Kukumat and the creation of Yumans

April 14, 2002

>> Creation story of the Yuman tribes — As told by Jay von Werlhof, Imperial Valley College Desert Museum director. Transcribed by Staff Writer Aaron Claverie.

Kukumat and Blind Old Man arose from the waters long ago to create all things on earth.

The waters subsided.

Kukumat was the principal creator. He created animals, spirit beings and people as they are today.

Blind Old Man, Kukumat's evil twin, created monstrous creatures.

To destroy the evil brought into the world by his twin, Kukumat raised the waters again, drowning Blind Old Man and his hideous progeny.

The waters subsided.

Kukumat created woman. The woman had a son. The boy was named Kumastamo. The woman is never heard from again after she gives birth.


Kumastamo was the principal creator of all things in the Yuman world.

He created the first Yuman man, Marxokuvek, who was given limited creative powers.

With these powers, Marxokuvek created Coyote, who became the first shaman, a teacher and a healer.

When Kukumat died, Kumastamo summoned all the people to Avikwami, or Spirit Mountain, now known as Newberry Mountain near Needles.

The Yumans assembled to stage a keruk, a cremation ceremony, for Kukumat. This is the most significant of all Yuman celebrations.

As they were getting ready to stage the ceremony, a spirit people — probably undead creatures created at the dawn of time by Blind Old Man — attacked.

Kumastamo showed his people how to defend themselves. He made a big shield of reeds that was covered with hide and gave his people bows and arrows.

With their newfound knowledge of war, the Yumans defeated the faceless spirit monsters, too horrible to describe.

After their victory, the Yumans built a huge hut in which to cremate Kukumat. The fires were lit. Kukumat burned.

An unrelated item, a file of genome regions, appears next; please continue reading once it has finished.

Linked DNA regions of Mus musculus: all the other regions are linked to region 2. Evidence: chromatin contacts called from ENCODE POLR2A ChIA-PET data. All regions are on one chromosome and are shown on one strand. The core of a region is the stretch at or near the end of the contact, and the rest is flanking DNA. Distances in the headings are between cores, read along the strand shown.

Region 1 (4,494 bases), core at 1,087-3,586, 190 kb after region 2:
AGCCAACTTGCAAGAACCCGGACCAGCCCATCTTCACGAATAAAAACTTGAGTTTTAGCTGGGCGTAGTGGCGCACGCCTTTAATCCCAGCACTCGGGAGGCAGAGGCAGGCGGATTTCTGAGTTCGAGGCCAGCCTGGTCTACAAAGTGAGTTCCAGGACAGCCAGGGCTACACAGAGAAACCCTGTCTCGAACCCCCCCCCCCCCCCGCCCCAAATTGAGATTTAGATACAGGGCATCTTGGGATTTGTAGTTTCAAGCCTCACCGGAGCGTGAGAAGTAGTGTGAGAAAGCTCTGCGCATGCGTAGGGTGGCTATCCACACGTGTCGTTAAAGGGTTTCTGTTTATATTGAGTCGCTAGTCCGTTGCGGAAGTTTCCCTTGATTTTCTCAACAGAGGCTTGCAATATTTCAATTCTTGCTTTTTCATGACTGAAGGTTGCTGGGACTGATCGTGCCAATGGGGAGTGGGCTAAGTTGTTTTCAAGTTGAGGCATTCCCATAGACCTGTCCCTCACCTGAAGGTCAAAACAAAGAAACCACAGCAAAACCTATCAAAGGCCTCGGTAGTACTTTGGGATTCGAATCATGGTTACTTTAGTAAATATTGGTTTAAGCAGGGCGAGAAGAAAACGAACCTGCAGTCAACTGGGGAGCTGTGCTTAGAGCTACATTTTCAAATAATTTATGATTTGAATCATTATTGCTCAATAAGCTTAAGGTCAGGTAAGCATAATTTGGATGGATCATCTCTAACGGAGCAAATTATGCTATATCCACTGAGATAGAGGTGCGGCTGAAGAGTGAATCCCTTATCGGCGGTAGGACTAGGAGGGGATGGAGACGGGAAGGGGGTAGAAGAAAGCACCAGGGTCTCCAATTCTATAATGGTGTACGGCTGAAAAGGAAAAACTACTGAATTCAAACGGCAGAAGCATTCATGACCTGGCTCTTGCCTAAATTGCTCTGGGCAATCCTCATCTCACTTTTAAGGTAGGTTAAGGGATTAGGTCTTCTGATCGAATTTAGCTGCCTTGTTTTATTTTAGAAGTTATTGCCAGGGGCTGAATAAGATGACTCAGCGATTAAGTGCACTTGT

As his ashes rose to the heavens, two significant things occurred.

Coyote leaped into the hut and stole Kukumat's heart.

Then, the ageless one, Heavenly Snake, decided it wanted to be cremated with Kukumat.

Heavenly Snake was so huge, though, the hut had to be enlarged four times.

As Heavenly Snake and Kukumat finally burned together, Heavenly Snake exploded, sending vice and virtue throughout the land, giving everybody a bit of both.

After the ceremony, Kumastamo ordered the Yumans to disperse to other territories.

The trail of dreams was founded. It was known as Kwatcam, which means "going down."

This is the trail from Avikwami all the way south along the Colorado River (which Kukumat had created long ago by plunging his spear into the ground.)

In the migrations, the people dispersed and eventually took territory near the Colorado River and spread out all the way to the coastline of the Pacific Ocean.

Marxokuvek, leader of the Quechan, died and was cremated on Avivolpo (a mountain in southwestern Arizona called Muggins Peak today.)

National Parks Service linguist/archaeologist Don Laylander has shown the migrations of the Yuman tribes to the land of eastern Imperial County and Yuma County were about 6,000 years ago.

Accelerator mass spectrometry carbon dating has placed some of the ceremonial grounds in Imperial County, including a snake icon on the IVC Desert Museum grounds, at nearly 3,000 years old.

The creation story has been told many times. It takes a versed native four days to tell.

In a recent study of the Imperial Valley's geoglyphs, it was found that almost each of these tells in some part the creation story.

Harry Casey of Brawley recently photographed all of the area geoglyphs from the air. Von Werhlof is putting together the photos with his detailed analysis in a sequel to his 1989 book "Spirits of the Earth." The book should be published next year.

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